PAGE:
New research shows too much screen time could contribute to higher levels of inattention and hyperactivity in preschoolers.
For four-year-old Eleanor and six-year-old Eira, TV time is a treat. Mum Rebecca Evans tries to limit it to half an hour but says it's a challenge.
"Managing screen time is a big issue in our family, I guess it's the same with a lot of other families. It's there, the kids are always asking for it."
And if they get too much screen time?
"Then you will live with the consequences, they can be real devils afterwards," says Evans.
Auckland University's Growing Up in New Zealand study looked at the prevalence of preschoolers' screen time.
Two-thirds of mums reported their two-year-olds had an hour or less of screen time per day, which is in line with Ministry of Health guidelines, but 12 percent of two-year-olds spent three hours or more on screens.
University of Auckland doctoral researcher in the School of Psychology, Maria Corkin, says increased screen time could impact the development of what are known as executive functions.
"They're a set of processes or skills that help children to manage their behaviour, manage their impulses, manage their everyday activities effectively," says Corkin.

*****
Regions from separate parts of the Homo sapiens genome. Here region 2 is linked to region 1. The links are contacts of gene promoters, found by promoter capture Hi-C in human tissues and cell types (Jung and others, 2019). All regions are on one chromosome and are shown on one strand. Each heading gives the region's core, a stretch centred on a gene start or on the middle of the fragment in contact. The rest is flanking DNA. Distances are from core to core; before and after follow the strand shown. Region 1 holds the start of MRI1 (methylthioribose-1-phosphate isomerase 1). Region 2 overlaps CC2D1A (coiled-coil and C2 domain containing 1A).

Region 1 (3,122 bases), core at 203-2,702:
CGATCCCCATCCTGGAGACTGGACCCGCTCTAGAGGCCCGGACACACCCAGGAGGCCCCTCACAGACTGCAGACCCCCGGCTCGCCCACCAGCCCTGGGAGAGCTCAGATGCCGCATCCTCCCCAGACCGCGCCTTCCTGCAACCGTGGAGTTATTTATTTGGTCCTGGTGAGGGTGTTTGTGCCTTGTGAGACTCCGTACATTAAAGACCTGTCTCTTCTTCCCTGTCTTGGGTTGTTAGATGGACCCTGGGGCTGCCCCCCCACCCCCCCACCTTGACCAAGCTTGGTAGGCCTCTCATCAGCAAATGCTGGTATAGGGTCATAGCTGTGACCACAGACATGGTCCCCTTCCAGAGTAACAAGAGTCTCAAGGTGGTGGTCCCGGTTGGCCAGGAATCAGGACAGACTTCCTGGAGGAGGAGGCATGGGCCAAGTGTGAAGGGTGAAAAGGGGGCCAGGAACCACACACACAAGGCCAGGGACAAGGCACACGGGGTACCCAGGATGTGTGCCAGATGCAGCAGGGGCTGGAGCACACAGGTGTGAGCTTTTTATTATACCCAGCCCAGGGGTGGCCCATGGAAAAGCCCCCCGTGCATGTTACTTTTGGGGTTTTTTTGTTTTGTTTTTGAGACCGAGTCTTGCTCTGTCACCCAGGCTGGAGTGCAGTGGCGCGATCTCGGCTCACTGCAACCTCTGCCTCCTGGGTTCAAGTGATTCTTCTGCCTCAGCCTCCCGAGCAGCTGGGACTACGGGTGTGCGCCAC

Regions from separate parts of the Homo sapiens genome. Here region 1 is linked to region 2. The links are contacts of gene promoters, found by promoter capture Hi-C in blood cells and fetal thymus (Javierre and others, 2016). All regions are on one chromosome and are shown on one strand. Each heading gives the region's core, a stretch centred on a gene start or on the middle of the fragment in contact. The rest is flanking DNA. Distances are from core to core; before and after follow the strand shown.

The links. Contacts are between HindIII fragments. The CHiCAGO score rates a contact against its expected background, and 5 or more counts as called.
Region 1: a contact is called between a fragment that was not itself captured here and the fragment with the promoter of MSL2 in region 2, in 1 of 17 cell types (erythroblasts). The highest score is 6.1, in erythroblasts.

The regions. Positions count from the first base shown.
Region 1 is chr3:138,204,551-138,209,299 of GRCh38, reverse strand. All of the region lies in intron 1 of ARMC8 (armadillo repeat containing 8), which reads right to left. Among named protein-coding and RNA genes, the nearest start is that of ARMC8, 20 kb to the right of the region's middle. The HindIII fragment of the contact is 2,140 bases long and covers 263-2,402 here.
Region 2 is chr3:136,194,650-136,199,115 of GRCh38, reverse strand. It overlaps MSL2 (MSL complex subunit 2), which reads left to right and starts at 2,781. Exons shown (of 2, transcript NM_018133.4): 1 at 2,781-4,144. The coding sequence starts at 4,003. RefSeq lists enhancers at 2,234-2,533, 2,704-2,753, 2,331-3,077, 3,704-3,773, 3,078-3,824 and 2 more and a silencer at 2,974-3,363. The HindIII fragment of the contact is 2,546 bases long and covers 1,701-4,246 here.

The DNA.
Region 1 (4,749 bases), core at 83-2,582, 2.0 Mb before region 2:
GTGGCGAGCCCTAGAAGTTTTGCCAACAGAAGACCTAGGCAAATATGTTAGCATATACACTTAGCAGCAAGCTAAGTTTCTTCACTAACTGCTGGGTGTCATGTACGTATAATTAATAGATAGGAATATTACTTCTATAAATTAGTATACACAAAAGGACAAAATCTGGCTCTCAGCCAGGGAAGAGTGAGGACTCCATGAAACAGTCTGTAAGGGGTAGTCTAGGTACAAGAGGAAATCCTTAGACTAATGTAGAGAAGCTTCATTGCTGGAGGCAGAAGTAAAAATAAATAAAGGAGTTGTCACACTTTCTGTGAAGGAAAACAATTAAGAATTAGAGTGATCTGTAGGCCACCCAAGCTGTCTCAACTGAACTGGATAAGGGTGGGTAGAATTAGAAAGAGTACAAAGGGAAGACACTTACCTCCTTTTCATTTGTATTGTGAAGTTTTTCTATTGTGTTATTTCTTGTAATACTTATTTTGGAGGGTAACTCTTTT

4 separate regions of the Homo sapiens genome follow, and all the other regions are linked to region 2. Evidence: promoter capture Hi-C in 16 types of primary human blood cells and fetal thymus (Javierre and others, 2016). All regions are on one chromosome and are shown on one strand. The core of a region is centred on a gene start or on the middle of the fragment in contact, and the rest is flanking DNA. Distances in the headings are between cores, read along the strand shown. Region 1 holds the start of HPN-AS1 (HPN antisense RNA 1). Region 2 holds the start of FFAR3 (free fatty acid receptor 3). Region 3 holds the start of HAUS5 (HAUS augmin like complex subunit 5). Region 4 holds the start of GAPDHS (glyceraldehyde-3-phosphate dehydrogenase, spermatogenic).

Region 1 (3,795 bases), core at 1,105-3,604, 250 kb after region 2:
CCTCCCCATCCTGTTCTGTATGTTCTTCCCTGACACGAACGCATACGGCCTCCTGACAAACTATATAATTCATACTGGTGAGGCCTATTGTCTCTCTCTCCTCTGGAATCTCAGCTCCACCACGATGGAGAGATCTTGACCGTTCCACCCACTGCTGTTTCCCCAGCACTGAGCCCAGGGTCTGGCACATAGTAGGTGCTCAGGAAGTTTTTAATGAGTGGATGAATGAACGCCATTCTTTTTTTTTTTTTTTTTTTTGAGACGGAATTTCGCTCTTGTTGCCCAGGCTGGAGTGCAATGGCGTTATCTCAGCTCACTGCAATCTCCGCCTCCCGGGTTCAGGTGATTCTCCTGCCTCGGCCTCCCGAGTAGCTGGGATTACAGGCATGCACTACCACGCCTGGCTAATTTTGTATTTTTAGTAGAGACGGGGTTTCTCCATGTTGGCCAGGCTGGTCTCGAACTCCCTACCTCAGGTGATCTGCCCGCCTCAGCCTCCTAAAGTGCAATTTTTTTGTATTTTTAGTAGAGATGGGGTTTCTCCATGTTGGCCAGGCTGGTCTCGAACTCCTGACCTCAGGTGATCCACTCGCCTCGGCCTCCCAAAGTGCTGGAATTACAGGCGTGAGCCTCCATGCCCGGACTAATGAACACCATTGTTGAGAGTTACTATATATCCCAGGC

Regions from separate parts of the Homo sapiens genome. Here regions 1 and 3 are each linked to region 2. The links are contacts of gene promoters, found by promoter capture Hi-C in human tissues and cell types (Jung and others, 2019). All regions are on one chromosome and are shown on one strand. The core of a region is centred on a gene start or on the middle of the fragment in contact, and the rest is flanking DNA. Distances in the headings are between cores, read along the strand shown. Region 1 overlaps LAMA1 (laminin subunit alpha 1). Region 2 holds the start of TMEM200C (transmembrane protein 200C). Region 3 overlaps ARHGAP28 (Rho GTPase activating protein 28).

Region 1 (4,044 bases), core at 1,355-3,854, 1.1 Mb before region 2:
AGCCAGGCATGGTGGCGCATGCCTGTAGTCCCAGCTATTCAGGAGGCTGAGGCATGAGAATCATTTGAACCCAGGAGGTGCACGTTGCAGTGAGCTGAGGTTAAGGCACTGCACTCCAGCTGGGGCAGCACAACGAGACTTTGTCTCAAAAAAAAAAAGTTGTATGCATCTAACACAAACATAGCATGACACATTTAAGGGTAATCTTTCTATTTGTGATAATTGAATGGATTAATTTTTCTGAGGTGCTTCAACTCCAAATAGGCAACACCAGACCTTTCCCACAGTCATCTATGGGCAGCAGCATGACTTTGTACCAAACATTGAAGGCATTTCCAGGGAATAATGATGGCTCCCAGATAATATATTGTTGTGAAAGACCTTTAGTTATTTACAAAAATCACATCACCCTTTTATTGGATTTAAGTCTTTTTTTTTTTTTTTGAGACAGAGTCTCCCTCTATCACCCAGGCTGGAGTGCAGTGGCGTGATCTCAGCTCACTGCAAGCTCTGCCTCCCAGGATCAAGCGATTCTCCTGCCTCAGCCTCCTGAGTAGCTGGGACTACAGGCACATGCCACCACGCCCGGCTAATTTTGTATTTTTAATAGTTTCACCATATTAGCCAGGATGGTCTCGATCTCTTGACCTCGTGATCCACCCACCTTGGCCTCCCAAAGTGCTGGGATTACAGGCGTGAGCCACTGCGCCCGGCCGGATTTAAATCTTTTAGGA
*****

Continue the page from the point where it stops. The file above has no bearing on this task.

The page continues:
The study found a heavy TV environment at two years old, which includes the television being on in the background and eating meals in front of the TV, is associated with poorer executive functions when they reach four-and-a-half. This could result in inattention and hyperactivity.
But it's not the screen time per se that's the problem, more what children are missing out on.
"Watching the television or having their attention drawn to it is displacing other activities that might be more beneficial to their development, such as interacting with other people," says Corkin.
Researchers recommend parental co-viewing to keep screen time low, not eating meals in front of the TV and minimising the amount of time the TV is on in the background.